Virtually every investment has some type of risk associated with it. The stock market rises and falls. An increase in interest rates can cause a decline in the bond market. No matter what you decide to invest in, risk is something you must consider.
One key to successful investing is managing risk while maintaining the potential for adequate returns on your investments. One of the most effective ways to help manage your investment risk is to diversify. Diversification is an investment strategy aimed at managing risk by spreading your money across a variety of investments such as stocks, bonds, real estate, and cash alternatives; but diversification does not guarantee a profit or protect against loss.
The main philosophy behind diversification is really quite simple: “Don’t put all your eggs in one basket.” Spreading the risk among a number of different investment categories, as well as over several different industries, can help offset a loss in any one investment.
Likewise, the power of diversification may help smooth your returns over time. As one investment increases, it may offset the decreases in another. This may allow your portfolio to ride out market fluctuations, providing a more steady performance under various economic conditions. By potentially reducing the impact of market ups and downs, diversification could go far in enhancing your comfort level with investing.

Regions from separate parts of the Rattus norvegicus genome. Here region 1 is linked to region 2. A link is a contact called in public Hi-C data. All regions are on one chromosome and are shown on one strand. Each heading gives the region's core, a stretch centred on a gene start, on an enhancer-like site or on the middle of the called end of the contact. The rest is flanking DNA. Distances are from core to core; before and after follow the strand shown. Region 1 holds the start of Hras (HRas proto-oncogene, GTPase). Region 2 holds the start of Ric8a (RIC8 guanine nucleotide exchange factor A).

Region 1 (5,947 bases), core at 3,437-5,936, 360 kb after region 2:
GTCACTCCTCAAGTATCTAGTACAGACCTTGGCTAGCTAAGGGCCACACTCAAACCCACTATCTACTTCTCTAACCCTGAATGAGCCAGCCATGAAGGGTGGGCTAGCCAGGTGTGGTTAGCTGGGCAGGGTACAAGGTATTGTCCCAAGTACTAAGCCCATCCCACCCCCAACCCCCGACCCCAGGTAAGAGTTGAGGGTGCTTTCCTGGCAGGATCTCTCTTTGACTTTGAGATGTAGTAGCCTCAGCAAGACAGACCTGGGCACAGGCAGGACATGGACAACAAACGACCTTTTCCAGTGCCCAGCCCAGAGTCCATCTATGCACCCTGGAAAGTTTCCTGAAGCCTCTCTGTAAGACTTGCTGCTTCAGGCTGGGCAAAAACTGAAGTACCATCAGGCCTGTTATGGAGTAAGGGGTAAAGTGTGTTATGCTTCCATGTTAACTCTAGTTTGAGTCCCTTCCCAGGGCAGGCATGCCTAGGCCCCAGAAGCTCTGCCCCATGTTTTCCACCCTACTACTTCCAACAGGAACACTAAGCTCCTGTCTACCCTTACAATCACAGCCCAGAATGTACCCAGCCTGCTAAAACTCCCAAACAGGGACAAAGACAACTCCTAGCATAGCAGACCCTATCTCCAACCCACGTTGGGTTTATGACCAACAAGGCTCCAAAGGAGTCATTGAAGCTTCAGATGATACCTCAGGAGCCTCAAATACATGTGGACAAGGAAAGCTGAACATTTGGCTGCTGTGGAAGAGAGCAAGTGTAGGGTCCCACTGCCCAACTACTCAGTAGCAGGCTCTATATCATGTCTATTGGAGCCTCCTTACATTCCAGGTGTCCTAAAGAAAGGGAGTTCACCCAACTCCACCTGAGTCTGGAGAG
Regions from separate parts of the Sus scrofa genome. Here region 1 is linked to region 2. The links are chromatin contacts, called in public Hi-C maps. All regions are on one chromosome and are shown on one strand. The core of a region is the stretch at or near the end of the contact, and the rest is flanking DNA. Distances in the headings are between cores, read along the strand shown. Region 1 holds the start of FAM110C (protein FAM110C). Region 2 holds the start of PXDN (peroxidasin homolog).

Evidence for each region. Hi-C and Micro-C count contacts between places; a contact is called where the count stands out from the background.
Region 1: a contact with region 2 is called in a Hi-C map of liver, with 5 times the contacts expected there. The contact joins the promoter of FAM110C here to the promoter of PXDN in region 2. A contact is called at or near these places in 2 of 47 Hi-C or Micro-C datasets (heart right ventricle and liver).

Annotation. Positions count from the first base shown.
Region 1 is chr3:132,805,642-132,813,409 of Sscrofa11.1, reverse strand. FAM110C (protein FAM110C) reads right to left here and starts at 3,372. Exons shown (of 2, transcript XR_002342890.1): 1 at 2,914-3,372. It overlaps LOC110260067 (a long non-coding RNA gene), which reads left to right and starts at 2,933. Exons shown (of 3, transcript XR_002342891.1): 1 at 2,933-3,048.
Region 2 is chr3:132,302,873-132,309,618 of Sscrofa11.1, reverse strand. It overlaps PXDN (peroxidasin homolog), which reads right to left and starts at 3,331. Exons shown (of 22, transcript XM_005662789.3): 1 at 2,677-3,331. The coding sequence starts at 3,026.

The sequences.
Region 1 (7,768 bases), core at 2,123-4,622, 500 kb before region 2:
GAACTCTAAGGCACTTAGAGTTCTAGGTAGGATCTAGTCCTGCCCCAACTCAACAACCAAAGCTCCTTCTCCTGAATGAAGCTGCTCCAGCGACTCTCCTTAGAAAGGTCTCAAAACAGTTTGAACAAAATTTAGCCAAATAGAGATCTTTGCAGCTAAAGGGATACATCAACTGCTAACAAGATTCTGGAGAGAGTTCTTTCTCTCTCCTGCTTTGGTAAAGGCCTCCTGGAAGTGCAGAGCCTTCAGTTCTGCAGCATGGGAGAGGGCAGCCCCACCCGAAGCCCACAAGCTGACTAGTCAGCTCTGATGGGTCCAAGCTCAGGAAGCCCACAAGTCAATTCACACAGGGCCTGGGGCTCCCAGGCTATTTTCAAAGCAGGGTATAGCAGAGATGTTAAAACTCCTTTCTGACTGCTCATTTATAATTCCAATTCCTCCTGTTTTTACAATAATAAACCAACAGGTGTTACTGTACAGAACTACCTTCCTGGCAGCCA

Diversification is one of the main reasons why mutual funds may be so attractive for both experienced and novice investors. Many non-institutional investors have a limited investment budget and may find it challenging to construct a portfolio that is sufficiently diversified.
For a modest initial investment, you can purchase shares in a diversified portfolio of securities. You have “built-in” diversification. Depending on the objectives of the fund, it may contain a variety of stocks, bonds, and cash vehicles, or a combination of them.
Whether you are investing in mutual funds or are putting together your own combination of stocks, bonds, and other investment vehicles, it is a good idea to keep in mind the importance of diversifying. The value of stocks, bonds, and mutual funds fluctuate with market conditions. Shares, when sold, may be worth more or less than their original cost.